Several hours later I returned to it and it had again risen beautifully. As this was never the case in prior batches, I was thrilled, but now faced another decision...The recipe calls for the addition of commercial yeast. Did I dare omit the yeast and risk the possibility of flopped bread results? Or did I just add the commercial yeast, ensuring good results? In the end, I did both...I couldn't stand the idea of not knowing if it would work without commercial yeast, nor could I stomach the idea of wasting my precious grain...not to mention, my efforts. This way, I deducted I would at least get it half right...right?

But to my delight, both rose splendidly, although, as with true sourdoughs, the no-yeast version did take a tad longer. When I was satisfied with the size of the non-commercial yeast batch after its second rise, (just about doubled), I took it out of the bowl to shape and was ecstatic with what I found. After working with breads a while, you come to know if the dough 'feels' right when worked, and this felt marvelous! Elastic, but wanting to rise so badly that as I tucked and turned it, shaping one into a traditional loaf shape and the other into a round, I could feel it straining to grow beneath my hands.  Cutting the slits into the tops, the bread beneath nearly sighed with relief as it quickly rose to meet the gaps. My experimental batch was alive and healthy and growing...all without commercial yeast! I don't understand, exactly, the joy this sort of thing brings to my soul, but joyous I was. I wasn't physically dancing on the counter-top, but in my heart, I was.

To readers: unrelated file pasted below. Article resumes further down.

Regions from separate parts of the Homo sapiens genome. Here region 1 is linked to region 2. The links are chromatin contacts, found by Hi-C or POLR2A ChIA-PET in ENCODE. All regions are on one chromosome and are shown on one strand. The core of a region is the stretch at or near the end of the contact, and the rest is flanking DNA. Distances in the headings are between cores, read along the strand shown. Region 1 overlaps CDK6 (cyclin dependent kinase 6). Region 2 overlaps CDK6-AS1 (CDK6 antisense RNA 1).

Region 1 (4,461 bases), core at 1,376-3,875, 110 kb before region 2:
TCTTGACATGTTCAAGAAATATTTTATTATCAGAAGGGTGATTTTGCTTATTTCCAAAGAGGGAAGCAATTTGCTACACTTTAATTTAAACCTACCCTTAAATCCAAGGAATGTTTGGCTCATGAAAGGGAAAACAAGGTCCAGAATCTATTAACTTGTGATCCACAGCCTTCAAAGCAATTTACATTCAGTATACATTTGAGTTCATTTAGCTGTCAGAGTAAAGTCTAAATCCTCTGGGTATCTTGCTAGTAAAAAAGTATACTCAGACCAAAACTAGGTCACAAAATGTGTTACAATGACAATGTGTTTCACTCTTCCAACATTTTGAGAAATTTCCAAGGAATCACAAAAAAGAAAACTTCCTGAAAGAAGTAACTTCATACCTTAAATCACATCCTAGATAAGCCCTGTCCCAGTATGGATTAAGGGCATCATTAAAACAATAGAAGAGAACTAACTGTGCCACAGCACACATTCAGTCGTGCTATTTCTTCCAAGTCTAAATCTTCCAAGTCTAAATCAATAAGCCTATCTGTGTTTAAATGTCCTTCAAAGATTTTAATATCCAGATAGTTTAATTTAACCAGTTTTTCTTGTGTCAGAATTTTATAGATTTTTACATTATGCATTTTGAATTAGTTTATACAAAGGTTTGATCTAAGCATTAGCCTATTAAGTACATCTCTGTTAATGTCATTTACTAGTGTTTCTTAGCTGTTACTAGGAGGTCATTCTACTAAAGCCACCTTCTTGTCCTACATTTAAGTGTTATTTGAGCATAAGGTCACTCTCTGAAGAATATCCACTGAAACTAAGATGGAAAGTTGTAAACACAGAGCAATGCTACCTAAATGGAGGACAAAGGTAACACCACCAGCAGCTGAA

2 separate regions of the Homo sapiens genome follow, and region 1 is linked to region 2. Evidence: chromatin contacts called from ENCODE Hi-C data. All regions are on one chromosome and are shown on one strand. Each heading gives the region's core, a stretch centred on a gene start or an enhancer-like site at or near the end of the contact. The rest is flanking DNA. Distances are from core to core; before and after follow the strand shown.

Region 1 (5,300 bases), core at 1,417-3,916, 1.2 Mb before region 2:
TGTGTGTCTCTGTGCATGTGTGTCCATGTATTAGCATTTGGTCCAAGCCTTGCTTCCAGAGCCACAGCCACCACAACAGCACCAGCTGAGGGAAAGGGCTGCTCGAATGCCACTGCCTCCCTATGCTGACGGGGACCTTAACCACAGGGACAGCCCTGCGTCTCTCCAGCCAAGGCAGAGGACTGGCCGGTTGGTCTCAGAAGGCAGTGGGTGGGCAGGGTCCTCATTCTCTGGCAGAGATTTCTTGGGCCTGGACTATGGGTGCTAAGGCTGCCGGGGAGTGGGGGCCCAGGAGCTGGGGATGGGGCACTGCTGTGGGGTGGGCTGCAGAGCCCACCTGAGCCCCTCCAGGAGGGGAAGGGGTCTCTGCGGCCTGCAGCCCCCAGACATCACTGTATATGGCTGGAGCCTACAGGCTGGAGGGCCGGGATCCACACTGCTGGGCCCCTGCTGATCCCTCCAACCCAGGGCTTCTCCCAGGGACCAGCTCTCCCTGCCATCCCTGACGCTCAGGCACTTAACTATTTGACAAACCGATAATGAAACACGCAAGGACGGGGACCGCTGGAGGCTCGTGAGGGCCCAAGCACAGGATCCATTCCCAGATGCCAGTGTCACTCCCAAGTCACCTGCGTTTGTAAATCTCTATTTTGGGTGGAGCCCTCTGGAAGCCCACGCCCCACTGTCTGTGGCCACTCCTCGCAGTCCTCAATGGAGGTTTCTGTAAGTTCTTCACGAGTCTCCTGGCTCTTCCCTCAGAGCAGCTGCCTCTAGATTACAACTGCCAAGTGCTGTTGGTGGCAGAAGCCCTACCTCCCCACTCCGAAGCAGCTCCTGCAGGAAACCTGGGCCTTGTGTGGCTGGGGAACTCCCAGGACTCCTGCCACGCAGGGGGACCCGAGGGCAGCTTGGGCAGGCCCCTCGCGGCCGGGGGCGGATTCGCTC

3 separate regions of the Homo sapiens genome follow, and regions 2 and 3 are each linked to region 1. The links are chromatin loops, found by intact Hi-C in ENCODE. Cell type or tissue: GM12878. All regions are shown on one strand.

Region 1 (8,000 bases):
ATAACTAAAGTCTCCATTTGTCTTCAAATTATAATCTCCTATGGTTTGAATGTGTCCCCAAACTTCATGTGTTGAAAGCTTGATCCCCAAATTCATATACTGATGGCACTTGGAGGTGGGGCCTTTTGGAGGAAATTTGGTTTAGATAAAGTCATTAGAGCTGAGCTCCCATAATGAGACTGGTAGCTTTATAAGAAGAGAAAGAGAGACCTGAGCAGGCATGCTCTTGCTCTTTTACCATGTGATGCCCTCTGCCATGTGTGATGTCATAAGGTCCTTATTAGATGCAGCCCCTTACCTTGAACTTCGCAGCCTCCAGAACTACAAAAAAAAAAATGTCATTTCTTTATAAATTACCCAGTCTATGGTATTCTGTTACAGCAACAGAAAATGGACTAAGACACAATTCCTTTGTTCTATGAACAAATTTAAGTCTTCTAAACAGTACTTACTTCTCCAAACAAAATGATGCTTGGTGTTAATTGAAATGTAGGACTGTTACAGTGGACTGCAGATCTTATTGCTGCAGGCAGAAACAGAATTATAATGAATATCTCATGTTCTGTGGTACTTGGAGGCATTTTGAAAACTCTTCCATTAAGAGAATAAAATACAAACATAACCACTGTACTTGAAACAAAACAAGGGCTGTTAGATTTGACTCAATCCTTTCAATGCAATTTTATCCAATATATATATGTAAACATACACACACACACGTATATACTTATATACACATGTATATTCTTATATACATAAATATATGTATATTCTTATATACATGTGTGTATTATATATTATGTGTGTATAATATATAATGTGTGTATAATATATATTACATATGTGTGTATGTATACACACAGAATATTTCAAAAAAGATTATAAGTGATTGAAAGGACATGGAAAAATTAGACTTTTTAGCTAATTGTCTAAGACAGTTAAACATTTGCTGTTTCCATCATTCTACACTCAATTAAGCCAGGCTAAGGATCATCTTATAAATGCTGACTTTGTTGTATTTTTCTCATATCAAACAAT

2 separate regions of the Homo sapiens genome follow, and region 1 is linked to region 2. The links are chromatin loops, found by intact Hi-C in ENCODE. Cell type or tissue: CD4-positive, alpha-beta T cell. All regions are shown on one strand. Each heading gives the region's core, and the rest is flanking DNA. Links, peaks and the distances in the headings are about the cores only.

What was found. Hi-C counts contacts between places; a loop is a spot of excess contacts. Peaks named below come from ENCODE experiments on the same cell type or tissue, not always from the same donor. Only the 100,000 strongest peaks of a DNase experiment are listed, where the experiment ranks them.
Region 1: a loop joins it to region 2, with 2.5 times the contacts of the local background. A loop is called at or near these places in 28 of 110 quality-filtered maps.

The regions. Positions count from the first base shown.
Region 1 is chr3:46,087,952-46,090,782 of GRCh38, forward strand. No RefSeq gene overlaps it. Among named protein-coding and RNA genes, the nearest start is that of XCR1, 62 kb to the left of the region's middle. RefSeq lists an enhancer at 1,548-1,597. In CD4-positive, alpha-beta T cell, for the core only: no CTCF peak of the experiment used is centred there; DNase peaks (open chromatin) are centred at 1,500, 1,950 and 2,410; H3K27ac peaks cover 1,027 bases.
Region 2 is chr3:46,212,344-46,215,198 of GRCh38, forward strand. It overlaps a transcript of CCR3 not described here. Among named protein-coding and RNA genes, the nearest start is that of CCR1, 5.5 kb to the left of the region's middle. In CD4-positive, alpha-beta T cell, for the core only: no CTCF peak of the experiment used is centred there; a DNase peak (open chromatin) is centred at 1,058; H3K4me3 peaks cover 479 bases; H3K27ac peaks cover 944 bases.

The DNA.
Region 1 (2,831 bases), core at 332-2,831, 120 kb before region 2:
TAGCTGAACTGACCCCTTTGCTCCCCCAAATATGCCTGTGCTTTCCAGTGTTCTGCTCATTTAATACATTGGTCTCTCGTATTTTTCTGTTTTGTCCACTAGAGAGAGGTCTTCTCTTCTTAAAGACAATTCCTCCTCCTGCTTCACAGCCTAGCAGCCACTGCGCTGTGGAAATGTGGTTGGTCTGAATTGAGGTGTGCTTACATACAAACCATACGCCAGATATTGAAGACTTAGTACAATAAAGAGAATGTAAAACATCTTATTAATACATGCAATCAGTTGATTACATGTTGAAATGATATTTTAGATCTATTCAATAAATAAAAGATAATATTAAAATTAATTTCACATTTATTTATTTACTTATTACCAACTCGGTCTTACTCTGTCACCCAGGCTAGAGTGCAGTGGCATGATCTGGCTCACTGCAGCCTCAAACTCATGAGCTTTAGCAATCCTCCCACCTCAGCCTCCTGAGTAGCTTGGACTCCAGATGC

Part of the reason I'm so excited about this is due to some research I've done in the past regarding the appeal of slow-rising, non-commercial yeast breads as opposed to the faster yielding commercial yeast breads. Advocates of non-commercial yeast breads would swear on a stack of Bibles that commercial yeast robs bread of taste. Most of the population is so used to store-bought breads that baking bread, any bread, at home is a far cry above what the palate is used to anyway, so to most of the population, this subject is moot. But me...well, I want to know. I already know sourdough, the real deal, tastes different...actually a bit sour. But, will this bread be different in taste from it's sister, made at the same time with everything else except the commercial yeast being the same?

I'm going to find out. The first batch, using commercial yeast, is out of the oven and cooling. The second batch is in its third rise, (rises are very important for soaked grain breads) and will hopefully be oven-bound within the next 20 minutes.

My next post will let you know how everything turned out...See you there!